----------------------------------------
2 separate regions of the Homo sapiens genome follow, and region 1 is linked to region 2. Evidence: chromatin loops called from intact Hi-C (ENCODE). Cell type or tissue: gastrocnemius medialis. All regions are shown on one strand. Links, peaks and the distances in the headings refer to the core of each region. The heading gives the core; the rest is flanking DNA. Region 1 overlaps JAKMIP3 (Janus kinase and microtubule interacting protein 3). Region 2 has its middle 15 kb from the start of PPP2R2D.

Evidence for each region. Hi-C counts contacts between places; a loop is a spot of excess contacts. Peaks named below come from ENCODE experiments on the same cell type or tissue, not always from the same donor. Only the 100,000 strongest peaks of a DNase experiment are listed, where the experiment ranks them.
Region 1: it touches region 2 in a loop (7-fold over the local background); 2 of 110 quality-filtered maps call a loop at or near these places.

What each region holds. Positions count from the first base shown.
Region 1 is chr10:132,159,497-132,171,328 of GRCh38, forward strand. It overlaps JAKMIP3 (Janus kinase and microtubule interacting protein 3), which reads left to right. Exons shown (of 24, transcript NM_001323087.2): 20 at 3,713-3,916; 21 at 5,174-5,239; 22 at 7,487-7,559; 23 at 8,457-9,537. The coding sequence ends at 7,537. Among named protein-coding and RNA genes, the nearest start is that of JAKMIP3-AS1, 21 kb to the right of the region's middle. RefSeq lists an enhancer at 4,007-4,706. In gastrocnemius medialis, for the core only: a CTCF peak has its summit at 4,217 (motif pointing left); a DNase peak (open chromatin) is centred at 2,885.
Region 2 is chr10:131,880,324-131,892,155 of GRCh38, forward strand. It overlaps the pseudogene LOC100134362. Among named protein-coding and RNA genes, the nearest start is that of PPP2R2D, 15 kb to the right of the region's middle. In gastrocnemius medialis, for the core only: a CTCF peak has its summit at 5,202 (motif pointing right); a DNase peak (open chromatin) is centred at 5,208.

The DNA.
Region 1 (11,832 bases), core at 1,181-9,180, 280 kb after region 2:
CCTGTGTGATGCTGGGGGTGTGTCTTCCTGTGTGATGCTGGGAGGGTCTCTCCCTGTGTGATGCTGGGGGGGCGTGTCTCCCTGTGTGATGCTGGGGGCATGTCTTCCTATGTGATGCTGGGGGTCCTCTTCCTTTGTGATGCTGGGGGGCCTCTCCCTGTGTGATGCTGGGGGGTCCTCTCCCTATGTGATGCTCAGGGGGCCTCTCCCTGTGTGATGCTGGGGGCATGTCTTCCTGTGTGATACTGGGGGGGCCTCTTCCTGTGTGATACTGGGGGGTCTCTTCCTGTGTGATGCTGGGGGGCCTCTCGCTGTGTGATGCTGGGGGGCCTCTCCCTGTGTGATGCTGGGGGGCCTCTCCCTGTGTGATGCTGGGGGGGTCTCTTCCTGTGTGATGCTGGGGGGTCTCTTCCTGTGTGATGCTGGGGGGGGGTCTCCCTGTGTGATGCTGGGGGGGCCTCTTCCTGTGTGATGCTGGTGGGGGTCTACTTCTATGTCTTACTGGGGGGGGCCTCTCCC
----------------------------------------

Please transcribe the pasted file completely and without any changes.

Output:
2 separate regions of the Homo sapiens genome follow, and region 1 is linked to region 2. Evidence: chromatin loops called from intact Hi-C (ENCODE). Cell type or tissue: gastrocnemius medialis. All regions are shown on one strand. Links, peaks and the distances in the headings refer to the core of each region. The heading gives the core; the rest is flanking DNA. Region 1 overlaps JAKMIP3 (Janus kinase and microtubule interacting protein 3). Region 2 has its middle 15 kb from the start of PPP2R2D.

Evidence for each region. Hi-C counts contacts between places; a loop is a spot of excess contacts. Peaks named below come from ENCODE experiments on the same cell type or tissue, not always from the same donor. Only the 100,000 strongest peaks of a DNase experiment are listed, where the experiment ranks them.
Region 1: it touches region 2 in a loop (7-fold over the local background); 2 of 110 quality-filtered maps call a loop at or near these places.

What each region holds. Positions count from the first base shown.
Region 1 is chr10:132,159,497-132,171,328 of GRCh38, forward strand. It overlaps JAKMIP3 (Janus kinase and microtubule interacting protein 3), which reads left to right. Exons shown (of 24, transcript NM_001323087.2): 20 at 3,713-3,916; 21 at 5,174-5,239; 22 at 7,487-7,559; 23 at 8,457-9,537. The coding sequence ends at 7,537. Among named protein-coding and RNA genes, the nearest start is that of JAKMIP3-AS1, 21 kb to the right of the region's middle. RefSeq lists an enhancer at 4,007-4,706. In gastrocnemius medialis, for the core only: a CTCF peak has its summit at 4,217 (motif pointing left); a DNase peak (open chromatin) is centred at 2,885.
Region 2 is chr10:131,880,324-131,892,155 of GRCh38, forward strand. It overlaps the pseudogene LOC100134362. Among named protein-coding and RNA genes, the nearest start is that of PPP2R2D, 15 kb to the right of the region's middle. In gastrocnemius medialis, for the core only: a CTCF peak has its summit at 5,202 (motif pointing right); a DNase peak (open chromatin) is centred at 5,208.

The DNA.
Region 1 (11,832 bases), core at 1,181-9,180, 280 kb after region 2:
CCTGTGTGATGCTGGGGGTGTGTCTTCCTGTGTGATGCTGGGAGGGTCTCTCCCTGTGTGATGCTGGGGGGGCGTGTCTCCCTGTGTGATGCTGGGGGCATGTCTTCCTATGTGATGCTGGGGGTCCTCTTCCTTTGTGATGCTGGGGGGCCTCTCCCTGTGTGATGCTGGGGGGTCCTCTCCCTATGTGATGCTCAGGGGGCCTCTCCCTGTGTGATGCTGGGGGCATGTCTTCCTGTGTGATACTGGGGGGGCCTCTTCCTGTGTGATACTGGGGGGTCTCTTCCTGTGTGATGCTGGGGGGCCTCTCGCTGTGTGATGCTGGGGGGCCTCTCCCTGTGTGATGCTGGGGGGCCTCTCCCTGTGTGATGCTGGGGGGGTCTCTTCCTGTGTGATGCTGGGGGGTCTCTTCCTGTGTGATGCTGGGGGGGGGTCTCCCTGTGTGATGCTGGGGGGGCCTCTTCCTGTGTGATGCTGGTGGGGGTCTACTTCTATGTCTTACTGGGGGGGGCCTCTCCC